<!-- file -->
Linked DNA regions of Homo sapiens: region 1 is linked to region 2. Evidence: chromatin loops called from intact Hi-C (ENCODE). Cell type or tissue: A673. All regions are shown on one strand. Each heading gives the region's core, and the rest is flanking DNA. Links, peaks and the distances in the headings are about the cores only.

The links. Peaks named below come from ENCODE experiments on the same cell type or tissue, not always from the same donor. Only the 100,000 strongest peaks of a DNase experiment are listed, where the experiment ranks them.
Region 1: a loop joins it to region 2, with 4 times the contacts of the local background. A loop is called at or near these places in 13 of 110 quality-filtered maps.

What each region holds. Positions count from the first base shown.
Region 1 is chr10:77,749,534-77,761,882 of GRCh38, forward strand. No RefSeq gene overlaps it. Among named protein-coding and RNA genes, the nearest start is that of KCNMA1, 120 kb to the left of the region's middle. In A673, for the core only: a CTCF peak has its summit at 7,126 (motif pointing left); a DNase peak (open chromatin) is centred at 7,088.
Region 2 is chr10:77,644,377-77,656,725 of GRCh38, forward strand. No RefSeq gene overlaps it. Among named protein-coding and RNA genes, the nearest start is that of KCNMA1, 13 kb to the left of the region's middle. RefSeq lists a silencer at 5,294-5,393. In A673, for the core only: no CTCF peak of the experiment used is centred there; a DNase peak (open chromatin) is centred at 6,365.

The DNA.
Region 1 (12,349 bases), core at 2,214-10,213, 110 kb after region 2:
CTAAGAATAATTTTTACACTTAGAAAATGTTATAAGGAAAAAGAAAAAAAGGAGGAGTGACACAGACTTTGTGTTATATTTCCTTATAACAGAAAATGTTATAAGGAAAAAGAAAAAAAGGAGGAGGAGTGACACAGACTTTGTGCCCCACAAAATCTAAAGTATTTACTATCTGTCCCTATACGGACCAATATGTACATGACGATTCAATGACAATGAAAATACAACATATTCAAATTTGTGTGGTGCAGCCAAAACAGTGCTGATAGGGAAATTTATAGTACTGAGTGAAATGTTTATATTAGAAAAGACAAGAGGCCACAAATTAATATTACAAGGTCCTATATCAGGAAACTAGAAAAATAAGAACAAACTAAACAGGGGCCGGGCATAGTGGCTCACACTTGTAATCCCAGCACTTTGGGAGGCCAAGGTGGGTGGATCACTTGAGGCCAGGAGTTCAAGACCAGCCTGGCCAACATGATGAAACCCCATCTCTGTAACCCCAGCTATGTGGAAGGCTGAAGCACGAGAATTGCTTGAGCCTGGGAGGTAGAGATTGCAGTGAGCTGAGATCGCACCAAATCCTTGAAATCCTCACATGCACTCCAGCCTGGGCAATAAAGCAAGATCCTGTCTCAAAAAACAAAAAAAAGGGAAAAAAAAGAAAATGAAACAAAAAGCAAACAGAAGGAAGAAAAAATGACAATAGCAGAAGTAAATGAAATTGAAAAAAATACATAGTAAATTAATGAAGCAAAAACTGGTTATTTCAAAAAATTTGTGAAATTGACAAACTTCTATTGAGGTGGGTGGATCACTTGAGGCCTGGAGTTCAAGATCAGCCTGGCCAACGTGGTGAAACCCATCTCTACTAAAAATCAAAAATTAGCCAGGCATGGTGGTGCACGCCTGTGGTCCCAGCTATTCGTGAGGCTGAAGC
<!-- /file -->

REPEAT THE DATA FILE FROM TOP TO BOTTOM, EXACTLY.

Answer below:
Linked DNA regions of Homo sapiens: region 1 is linked to region 2. Evidence: chromatin loops called from intact Hi-C (ENCODE). Cell type or tissue: A673. All regions are shown on one strand. Each heading gives the region's core, and the rest is flanking DNA. Links, peaks and the distances in the headings are about the cores only.

The links. Peaks named below come from ENCODE experiments on the same cell type or tissue, not always from the same donor. Only the 100,000 strongest peaks of a DNase experiment are listed, where the experiment ranks them.
Region 1: a loop joins it to region 2, with 4 times the contacts of the local background. A loop is called at or near these places in 13 of 110 quality-filtered maps.

What each region holds. Positions count from the first base shown.
Region 1 is chr10:77,749,534-77,761,882 of GRCh38, forward strand. No RefSeq gene overlaps it. Among named protein-coding and RNA genes, the nearest start is that of KCNMA1, 120 kb to the left of the region's middle. In A673, for the core only: a CTCF peak has its summit at 7,126 (motif pointing left); a DNase peak (open chromatin) is centred at 7,088.
Region 2 is chr10:77,644,377-77,656,725 of GRCh38, forward strand. No RefSeq gene overlaps it. Among named protein-coding and RNA genes, the nearest start is that of KCNMA1, 13 kb to the left of the region's middle. RefSeq lists a silencer at 5,294-5,393. In A673, for the core only: no CTCF peak of the experiment used is centred there; a DNase peak (open chromatin) is centred at 6,365.

The DNA.
Region 1 (12,349 bases), core at 2,214-10,213, 110 kb after region 2:
CTAAGAATAATTTTTACACTTAGAAAATGTTATAAGGAAAAAGAAAAAAAGGAGGAGTGACACAGACTTTGTGTTATATTTCCTTATAACAGAAAATGTTATAAGGAAAAAGAAAAAAAGGAGGAGGAGTGACACAGACTTTGTGCCCCACAAAATCTAAAGTATTTACTATCTGTCCCTATACGGACCAATATGTACATGACGATTCAATGACAATGAAAATACAACATATTCAAATTTGTGTGGTGCAGCCAAAACAGTGCTGATAGGGAAATTTATAGTACTGAGTGAAATGTTTATATTAGAAAAGACAAGAGGCCACAAATTAATATTACAAGGTCCTATATCAGGAAACTAGAAAAATAAGAACAAACTAAACAGGGGCCGGGCATAGTGGCTCACACTTGTAATCCCAGCACTTTGGGAGGCCAAGGTGGGTGGATCACTTGAGGCCAGGAGTTCAAGACCAGCCTGGCCAACATGATGAAACCCCATCTCTGTAACCCCAGCTATGTGGAAGGCTGAAGCACGAGAATTGCTTGAGCCTGGGAGGTAGAGATTGCAGTGAGCTGAGATCGCACCAAATCCTTGAAATCCTCACATGCACTCCAGCCTGGGCAATAAAGCAAGATCCTGTCTCAAAAAACAAAAAAAAGGGAAAAAAAAGAAAATGAAACAAAAAGCAAACAGAAGGAAGAAAAAATGACAATAGCAGAAGTAAATGAAATTGAAAAAAATACATAGTAAATTAATGAAGCAAAAACTGGTTATTTCAAAAAATTTGTGAAATTGACAAACTTCTATTGAGGTGGGTGGATCACTTGAGGCCTGGAGTTCAAGATCAGCCTGGCCAACGTGGTGAAACCCATCTCTACTAAAAATCAAAAATTAGCCAGGCATGGTGGTGCACGCCTGTGGTCCCAGCTATTCGTGAGGCTGAAGC